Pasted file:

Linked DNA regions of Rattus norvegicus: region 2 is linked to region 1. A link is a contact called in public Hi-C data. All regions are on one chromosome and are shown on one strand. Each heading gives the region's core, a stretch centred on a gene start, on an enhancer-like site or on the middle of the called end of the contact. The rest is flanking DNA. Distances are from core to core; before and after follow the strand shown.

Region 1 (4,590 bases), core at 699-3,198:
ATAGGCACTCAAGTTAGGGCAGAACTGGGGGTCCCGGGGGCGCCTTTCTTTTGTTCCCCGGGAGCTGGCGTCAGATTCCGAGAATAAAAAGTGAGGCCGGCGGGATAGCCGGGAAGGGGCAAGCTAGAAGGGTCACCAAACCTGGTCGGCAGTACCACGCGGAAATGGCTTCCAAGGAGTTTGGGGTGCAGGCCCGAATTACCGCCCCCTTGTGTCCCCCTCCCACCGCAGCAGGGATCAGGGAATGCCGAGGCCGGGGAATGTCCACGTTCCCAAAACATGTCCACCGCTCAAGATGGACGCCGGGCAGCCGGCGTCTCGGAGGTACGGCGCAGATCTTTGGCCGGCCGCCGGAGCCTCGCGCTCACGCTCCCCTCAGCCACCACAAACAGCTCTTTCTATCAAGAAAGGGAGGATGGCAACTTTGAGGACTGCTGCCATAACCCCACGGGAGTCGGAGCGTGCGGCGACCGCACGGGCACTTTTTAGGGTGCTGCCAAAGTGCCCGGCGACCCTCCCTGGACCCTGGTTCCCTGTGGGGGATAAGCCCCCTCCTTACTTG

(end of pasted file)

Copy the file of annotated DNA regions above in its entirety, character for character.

Linked DNA regions of Rattus norvegicus: region 2 is linked to region 1. A link is a contact called in public Hi-C data. All regions are on one chromosome and are shown on one strand. Each heading gives the region's core, a stretch centred on a gene start, on an enhancer-like site or on the middle of the called end of the contact. The rest is flanking DNA. Distances are from core to core; before and after follow the strand shown.

Region 1 (4,590 bases), core at 699-3,198:
ATAGGCACTCAAGTTAGGGCAGAACTGGGGGTCCCGGGGGCGCCTTTCTTTTGTTCCCCGGGAGCTGGCGTCAGATTCCGAGAATAAAAAGTGAGGCCGGCGGGATAGCCGGGAAGGGGCAAGCTAGAAGGGTCACCAAACCTGGTCGGCAGTACCACGCGGAAATGGCTTCCAAGGAGTTTGGGGTGCAGGCCCGAATTACCGCCCCCTTGTGTCCCCCTCCCACCGCAGCAGGGATCAGGGAATGCCGAGGCCGGGGAATGTCCACGTTCCCAAAACATGTCCACCGCTCAAGATGGACGCCGGGCAGCCGGCGTCTCGGAGGTACGGCGCAGATCTTTGGCCGGCCGCCGGAGCCTCGCGCTCACGCTCCCCTCAGCCACCACAAACAGCTCTTTCTATCAAGAAAGGGAGGATGGCAACTTTGAGGACTGCTGCCATAACCCCACGGGAGTCGGAGCGTGCGGCGACCGCACGGGCACTTTTTAGGGTGCTGCCAAAGTGCCCGGCGACCCTCCCTGGACCCTGGTTCCCTGTGGGGGATAAGCCCCCTCCTTACTTG